Residence Time Distribution: Summary

The answers to the ConcepTests are given below and will open in a separate window. 
Key points from this module:
  • For most reactors, not all molecules spend the same time in a reactor.
  • Tracer experiments can be used to determine the residence time distribution (RTD) for a reactor to determine how close the reactor is to an ideal reactor.
  • For a PFR (plug flow reactor), all molecules spend the same time in the reactor.
  • For a CSTR, molecules have a large range of residence times, and the largest fraction leave at very short times.
  • As the number of CSTRs in series increases while keeping the total volume constant, the residence time distribution (RTD) starts to approach the RTD for a PFR.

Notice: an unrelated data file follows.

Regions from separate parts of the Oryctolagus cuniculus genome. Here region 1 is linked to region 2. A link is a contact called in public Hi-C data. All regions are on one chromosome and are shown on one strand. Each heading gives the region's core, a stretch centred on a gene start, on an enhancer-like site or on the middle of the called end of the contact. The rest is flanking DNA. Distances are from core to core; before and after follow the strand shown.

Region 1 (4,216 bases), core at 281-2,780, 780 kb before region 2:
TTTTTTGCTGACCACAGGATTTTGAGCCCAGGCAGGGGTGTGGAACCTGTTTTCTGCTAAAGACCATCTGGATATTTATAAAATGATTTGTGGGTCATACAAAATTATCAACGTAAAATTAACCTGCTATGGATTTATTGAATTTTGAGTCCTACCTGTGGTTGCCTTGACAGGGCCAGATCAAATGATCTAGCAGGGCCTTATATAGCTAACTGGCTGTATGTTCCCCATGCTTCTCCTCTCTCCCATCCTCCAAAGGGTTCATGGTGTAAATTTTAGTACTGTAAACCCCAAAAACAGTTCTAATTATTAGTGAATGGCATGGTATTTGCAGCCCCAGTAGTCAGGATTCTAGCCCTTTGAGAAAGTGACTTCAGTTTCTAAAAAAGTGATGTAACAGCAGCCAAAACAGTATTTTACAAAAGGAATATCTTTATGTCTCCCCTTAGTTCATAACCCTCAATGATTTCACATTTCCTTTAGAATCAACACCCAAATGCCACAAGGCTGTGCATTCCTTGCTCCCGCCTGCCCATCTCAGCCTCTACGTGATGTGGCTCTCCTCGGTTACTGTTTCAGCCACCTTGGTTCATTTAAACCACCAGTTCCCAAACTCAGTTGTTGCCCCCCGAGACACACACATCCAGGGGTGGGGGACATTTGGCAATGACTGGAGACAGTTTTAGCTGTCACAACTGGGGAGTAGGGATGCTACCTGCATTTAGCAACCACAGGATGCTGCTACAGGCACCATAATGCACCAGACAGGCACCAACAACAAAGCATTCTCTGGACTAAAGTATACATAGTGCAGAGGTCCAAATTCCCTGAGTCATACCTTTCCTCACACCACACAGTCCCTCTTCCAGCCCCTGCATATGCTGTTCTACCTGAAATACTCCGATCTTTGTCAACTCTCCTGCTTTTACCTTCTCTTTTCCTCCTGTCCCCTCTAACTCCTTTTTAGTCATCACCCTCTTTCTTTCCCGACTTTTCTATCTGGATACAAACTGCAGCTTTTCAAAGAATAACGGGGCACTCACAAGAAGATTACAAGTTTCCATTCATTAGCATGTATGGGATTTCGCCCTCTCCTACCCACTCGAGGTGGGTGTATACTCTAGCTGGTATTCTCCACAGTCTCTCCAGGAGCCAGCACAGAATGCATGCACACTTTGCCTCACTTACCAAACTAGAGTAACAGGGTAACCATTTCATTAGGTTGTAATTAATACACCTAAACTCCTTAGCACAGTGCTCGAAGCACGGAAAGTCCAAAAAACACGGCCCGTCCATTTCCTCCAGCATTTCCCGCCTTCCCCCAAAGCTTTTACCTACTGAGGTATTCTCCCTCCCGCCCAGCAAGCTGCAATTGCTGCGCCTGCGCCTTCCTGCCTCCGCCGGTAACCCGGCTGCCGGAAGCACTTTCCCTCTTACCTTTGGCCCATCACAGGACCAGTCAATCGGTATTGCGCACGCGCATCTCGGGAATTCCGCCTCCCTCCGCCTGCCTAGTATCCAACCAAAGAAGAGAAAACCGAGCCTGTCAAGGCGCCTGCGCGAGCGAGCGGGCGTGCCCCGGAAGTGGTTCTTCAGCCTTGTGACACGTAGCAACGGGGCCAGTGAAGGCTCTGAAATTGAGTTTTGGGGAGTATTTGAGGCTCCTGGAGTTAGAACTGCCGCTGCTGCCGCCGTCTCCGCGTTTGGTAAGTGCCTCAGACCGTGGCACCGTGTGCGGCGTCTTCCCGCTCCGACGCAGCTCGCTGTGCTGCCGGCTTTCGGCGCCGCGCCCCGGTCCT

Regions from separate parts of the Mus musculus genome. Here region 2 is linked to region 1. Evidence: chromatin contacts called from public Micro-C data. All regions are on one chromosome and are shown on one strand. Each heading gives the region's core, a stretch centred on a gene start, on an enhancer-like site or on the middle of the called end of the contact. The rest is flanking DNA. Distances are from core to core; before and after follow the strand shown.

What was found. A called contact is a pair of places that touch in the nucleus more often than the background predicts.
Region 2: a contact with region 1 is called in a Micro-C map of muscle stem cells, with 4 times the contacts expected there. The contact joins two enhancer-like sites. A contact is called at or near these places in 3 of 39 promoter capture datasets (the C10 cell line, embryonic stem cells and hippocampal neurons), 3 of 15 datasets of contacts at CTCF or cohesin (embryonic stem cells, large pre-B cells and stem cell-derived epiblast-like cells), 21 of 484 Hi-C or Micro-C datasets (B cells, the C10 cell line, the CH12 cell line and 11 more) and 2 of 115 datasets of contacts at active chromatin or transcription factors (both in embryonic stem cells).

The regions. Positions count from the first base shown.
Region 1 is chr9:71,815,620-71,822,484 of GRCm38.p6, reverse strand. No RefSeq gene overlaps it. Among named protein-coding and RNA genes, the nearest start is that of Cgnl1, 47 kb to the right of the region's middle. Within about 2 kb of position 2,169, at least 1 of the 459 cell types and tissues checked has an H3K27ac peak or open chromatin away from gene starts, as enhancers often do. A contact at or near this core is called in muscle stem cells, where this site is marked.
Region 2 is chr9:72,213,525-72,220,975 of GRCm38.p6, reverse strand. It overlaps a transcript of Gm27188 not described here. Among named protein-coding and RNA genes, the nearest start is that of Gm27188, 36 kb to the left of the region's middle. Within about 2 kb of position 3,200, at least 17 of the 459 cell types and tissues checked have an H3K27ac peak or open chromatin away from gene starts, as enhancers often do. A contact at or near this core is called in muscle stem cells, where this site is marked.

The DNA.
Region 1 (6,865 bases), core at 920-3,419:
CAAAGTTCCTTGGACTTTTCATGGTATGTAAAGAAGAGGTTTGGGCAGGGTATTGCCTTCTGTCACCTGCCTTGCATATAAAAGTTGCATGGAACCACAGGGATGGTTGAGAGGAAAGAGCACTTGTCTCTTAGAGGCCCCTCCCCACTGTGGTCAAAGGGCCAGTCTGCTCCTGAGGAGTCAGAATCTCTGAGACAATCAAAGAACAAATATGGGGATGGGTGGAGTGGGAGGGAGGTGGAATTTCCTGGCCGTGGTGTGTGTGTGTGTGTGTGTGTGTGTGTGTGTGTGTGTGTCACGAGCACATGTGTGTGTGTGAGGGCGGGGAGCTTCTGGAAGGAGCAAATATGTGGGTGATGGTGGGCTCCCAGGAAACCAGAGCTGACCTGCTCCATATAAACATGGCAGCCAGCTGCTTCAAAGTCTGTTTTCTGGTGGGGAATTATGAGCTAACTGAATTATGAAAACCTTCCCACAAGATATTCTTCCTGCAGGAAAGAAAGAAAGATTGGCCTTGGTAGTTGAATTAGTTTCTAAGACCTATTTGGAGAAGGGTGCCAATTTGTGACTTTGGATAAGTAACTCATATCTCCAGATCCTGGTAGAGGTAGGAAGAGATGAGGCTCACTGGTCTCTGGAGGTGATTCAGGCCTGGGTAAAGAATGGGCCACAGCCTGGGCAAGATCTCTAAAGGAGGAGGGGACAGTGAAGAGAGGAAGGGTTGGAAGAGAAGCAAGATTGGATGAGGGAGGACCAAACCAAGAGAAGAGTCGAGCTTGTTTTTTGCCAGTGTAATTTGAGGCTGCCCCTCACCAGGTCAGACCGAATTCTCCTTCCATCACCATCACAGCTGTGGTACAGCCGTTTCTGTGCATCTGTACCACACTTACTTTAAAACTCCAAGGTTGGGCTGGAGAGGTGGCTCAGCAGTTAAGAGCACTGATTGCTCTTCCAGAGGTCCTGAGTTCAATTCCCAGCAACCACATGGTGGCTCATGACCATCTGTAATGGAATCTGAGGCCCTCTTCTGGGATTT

• Different residence times means different reaction times, and this can affect the product distribution. Thus, the RTD affects the product distribution for polymerization reactors.
  • For a pulse injection of a tracer into a reactor or series of reactors, the concentration of tracer at the outlet is proportional to the RTD.
From studying this module, you should now be able to:
  • Calculate the average residence time from a tracer measurement on a reactor.
  • Explain the shape of residence time distribution (RTD) for a plug flow reactor and a continuous stirred tank reactor.
  • Explain the shape of the RTD for multiple CSTRs in series.
  • Set up and solve material balances for a tracer pulse injection into CSTRs in series.
Prepared by John L. Falconer, Department of Chemical and Biological Engineering, University of Colorado Boulder